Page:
The only thing the seller shares is the waiting room and the laundry room with all doctors.

Issue #3: Again, you're sharing with people you don't even know. Are your decorating tastes the same as theirs? If you want to add things to the waiting room that they don't what happens?

The 2 hygienists and the two hygiene ops but shares with only one other doctor.

So you also share the hygienists? Issue #4 Sharing staff is always difficult, especially when you're the "new" boss.

The seller space comes to be about 1500 ft. All four practices are separate other than what I mentioned above. The seller has two DA’s and one receptionist/manager. The practice is mostly FFS and few PPO insurances. The doctor works 3 days per week. The seller refers out molar endo, implant restorations, perio (SRP), ortho. The RDH only do prophies (2 per hour) but they are booked solid for 2 months.

Ok, 30 minute prophys - is that you're style? What if you want to move to 50 minute prophys, will that be a difficult change for them? Is that going to be different then the other doctor they work for? On the upside it sounds like a busy practice with a nice stable hygiene base. Of the gross revenue, what's the breakdown between doctor and hygiene production?

I like the practice a lot in that I think there is a lot of potential. I plan on doing the perio and not referring them out. What worries me is the fact that I would share the two hygiene rooms and the two hygienists. What would happen down the road if I want to get rid of one etc?

It's good to "worry" about that now.

I would love to get your opinion on this. What would be the fair price for this practice? When do I start negotiating?

No way to even guess at a figure without so much more info and without doing the due diligence. I'm assuming the doctors also covered for one another while they vacationed and since they're in the same space ever consider what a patient might do if they don't want to see you? Maybe see the other doctors in the space? That's another issue you need to consider.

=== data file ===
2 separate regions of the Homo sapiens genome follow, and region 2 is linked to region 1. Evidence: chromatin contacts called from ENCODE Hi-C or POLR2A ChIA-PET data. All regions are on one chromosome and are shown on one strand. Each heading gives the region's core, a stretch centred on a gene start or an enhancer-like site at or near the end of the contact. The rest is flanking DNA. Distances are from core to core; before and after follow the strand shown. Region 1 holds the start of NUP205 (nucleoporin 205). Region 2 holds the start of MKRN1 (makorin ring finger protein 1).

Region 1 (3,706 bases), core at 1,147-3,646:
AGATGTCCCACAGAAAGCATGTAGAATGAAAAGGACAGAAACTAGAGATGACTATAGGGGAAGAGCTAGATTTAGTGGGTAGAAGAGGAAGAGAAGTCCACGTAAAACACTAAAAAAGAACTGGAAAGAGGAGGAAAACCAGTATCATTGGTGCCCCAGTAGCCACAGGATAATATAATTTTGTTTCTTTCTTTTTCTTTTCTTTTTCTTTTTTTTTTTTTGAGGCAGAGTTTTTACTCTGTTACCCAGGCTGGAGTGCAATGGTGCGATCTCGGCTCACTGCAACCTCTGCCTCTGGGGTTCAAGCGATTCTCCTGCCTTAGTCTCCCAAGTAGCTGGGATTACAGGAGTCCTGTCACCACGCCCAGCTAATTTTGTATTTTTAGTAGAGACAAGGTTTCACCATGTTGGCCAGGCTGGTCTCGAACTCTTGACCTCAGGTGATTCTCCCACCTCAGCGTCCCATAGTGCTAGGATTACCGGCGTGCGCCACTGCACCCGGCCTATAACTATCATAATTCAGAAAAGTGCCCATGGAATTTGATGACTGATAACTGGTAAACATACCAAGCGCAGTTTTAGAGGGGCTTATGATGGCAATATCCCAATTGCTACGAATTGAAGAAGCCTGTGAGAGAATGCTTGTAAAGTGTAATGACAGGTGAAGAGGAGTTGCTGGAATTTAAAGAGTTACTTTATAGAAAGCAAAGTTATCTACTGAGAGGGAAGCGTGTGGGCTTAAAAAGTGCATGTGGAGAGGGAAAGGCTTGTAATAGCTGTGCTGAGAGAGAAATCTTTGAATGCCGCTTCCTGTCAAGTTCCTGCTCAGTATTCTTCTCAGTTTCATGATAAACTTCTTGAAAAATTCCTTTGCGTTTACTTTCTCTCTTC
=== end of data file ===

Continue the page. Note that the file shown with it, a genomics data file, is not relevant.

It’s a very complicated set of facts that you'll have to weigh for this practice. Good luck.

Thanks Tim appreciate your input. I know this is a unique and different kind of opportunity. I am still not 100% sold on it and that’s why I am here. I will find out about what kind of agreements there are between the 4 owners regarding real estate. I have brought up some issues to the seller you pointed out and I was assured that I will be the boss in my practice and whatever I choose to do is what will happen. The way they utilize the two hygienists is that for every 3 minutes of prophy the doctor pays $23 to the hygienist and I am told this $23 includes the prophy supplies and the hygienist wages. If I choose to do one hour prophies then I will have to allocate $46 to go towards hygiene wage and supplies. What I find very weird is that all 4 doctors refer SRP. There is no way in hell I would do that. I plan on utilizing the hygiene to do 2 quads of SRP per hour which means it would cost me $46.

As for the hygiene total production the two hygienists produced $80k which comes to be 15% of the total production.

Well that appears to be a problem. They’re booked out 2 months because they're being shared by another doctor so how much can you grow in patient count? Is there chair time to add hygiene hours? $80k in hygiene with 30 minute appointments seems very low and 15% of total production doesn't indicate a healthy practice profile either.

Just seems like too many downsides with not much in upside....

This first appeared on Dentaltown.
 
Send your questions to Tim Lott, CPA, CVA at tlott@dentalcpas.com

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Friday, June 3, 2011

Should Dentist Reduce Hours to Save Taxes?

Just looking for confirmation that I am thinking right here... I have a couple associates that work for me out of 2 offices, and I work 5 days a week. 2010 Tax bracket made over the 33% bracket and will likely increase this year. Associates make 30%. I am thinking cutting back a day and let an associate work it. This way I would be substituting an income tax payment over the 212k threshold at 33% for a before tax payment to the associate at 30%. This is assuming production stays the same. In other words, if production for that day/ month is $10,000, and all the overhead is covered, then this is straight profit over the threshold. I could pay the associate 3000 and take the day off, or work the day and pay Uncle Sam 33%, and still take home about the same disposable income. Am I right in this thinking? Anything else that I am not thinking about?

Let’s do the math on your example:

$10,000 x 33% in tax = $3,300 so you net $6,700 to spend after tax, or

$10,000 x 30% to assoc = $3,000, $7,000 x 33% = 2,310, so you net $4,690 to spend after tax.

So those 8 hours cost you $2,010. Does that work for you?

Trying to keep it simple, you could get into a lot of details...let’s just assume the 30% covers Compensation + Expenses of associate.

This first appeared on Dentaltown.


Send your questions to Tim Lott, CPA, CVA at tlott@dentalcpas.com

For more information or to sign up for our newsletter, please contact arose@dentalcpas.com